Yesterday, Dr. Julie Horvath introduced you to our Armpit Microbe Pilot Study, known as #PitStart to those of you following along in real time on Twitter. Before we start asking thousands of you to send in smelly Q-tip’s that you’ve twirled around in your armpit, we need to work out a few methods. Namely, we’re concerned that some deodorants and antiperspirants inhibit bacterial growth – this was Julie’s personal experience when she tried to plate out her armpit microbes a few months ago.
So Dr. Julie H. and Dr. Jul Urban, the Assistant Director of the Genomics & Microbiology Research Lab at the Nature Research Center (NRC) at the NC Museum of Natural Sciences, and their trusty lab interns recruited 18 people, 9 men and 9 women, to go without deodorant or antiperspirant for a week. Full disclosure: I’m a participant.
On Sunday, participants went about their normal personal hygiene routines, applying deodorant or antiperspirant as per usual. Yesterday, we started the ‘Au Naturel’ treatment and will continue to go without deodorant/antiperspirant for the rest of the week. Every day between 11a and 1p, we have to sample each armpit with a sterile swab. Protocol calls for you to twirl the dual-tipped swabs in the deepest, wettest part of the armpit for 45 seconds. That’s longer than you think – Ok, at the risk of sharing too much information, here’s another disclosure: I take my phone in the bathroom with me and use the stopwatch app to time myself while swabbing. 45 seconds is an unbelievably long time.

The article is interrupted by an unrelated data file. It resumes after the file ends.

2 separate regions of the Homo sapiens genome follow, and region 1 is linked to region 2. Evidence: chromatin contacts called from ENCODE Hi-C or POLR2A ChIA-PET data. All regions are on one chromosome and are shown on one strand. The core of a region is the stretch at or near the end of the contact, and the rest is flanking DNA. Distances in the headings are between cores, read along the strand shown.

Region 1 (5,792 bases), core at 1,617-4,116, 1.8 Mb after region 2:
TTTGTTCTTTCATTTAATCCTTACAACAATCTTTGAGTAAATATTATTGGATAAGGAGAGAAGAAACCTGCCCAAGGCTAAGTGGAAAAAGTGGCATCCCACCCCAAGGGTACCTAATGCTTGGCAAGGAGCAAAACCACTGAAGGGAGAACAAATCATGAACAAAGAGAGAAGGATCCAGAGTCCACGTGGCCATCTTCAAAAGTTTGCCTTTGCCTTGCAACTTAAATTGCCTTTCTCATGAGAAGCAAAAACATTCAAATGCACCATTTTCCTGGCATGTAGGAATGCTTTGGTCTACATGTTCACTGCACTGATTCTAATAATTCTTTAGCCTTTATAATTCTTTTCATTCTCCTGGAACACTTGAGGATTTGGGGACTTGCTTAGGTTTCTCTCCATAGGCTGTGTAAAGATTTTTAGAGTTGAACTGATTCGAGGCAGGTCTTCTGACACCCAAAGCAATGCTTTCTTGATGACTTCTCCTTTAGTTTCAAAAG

Each day participants then deliver the day’s swabs directly to the Genomics & Microbio Lab at the NRC. There, members of Team Armpit dip and vigorously twirl a tip from each swab in a vial of liquid buffer to shake off the microbes. They then use a pipette to suck up a small volume of that microbe-laden liquid and spread it across a plate filled with nutrient-rich agar. The plates are plopped into a 37 degrees Celsius (or 99 degrees Fahrenheit, aka body temperature) incubator for about 24 hours, and we wait for the bacterial colonies to grow (or not).
Today, when I delivered my samples to the NRC, I had a chance to take a peek at the armpit microbes I collected on Day 0 of the experiment (the last day I wore antiperspirant).
Lucky for you, I brought my audio recorder with me. Here I am talking with Dr. Jul Urban:
Did you catch that? For Day 0, the plate from my right armpit barely had any bacterial colonies growing. Yet for the same day, the plate from my left armpit was FULL of bacteria! I took some pictures so you can see for yourself.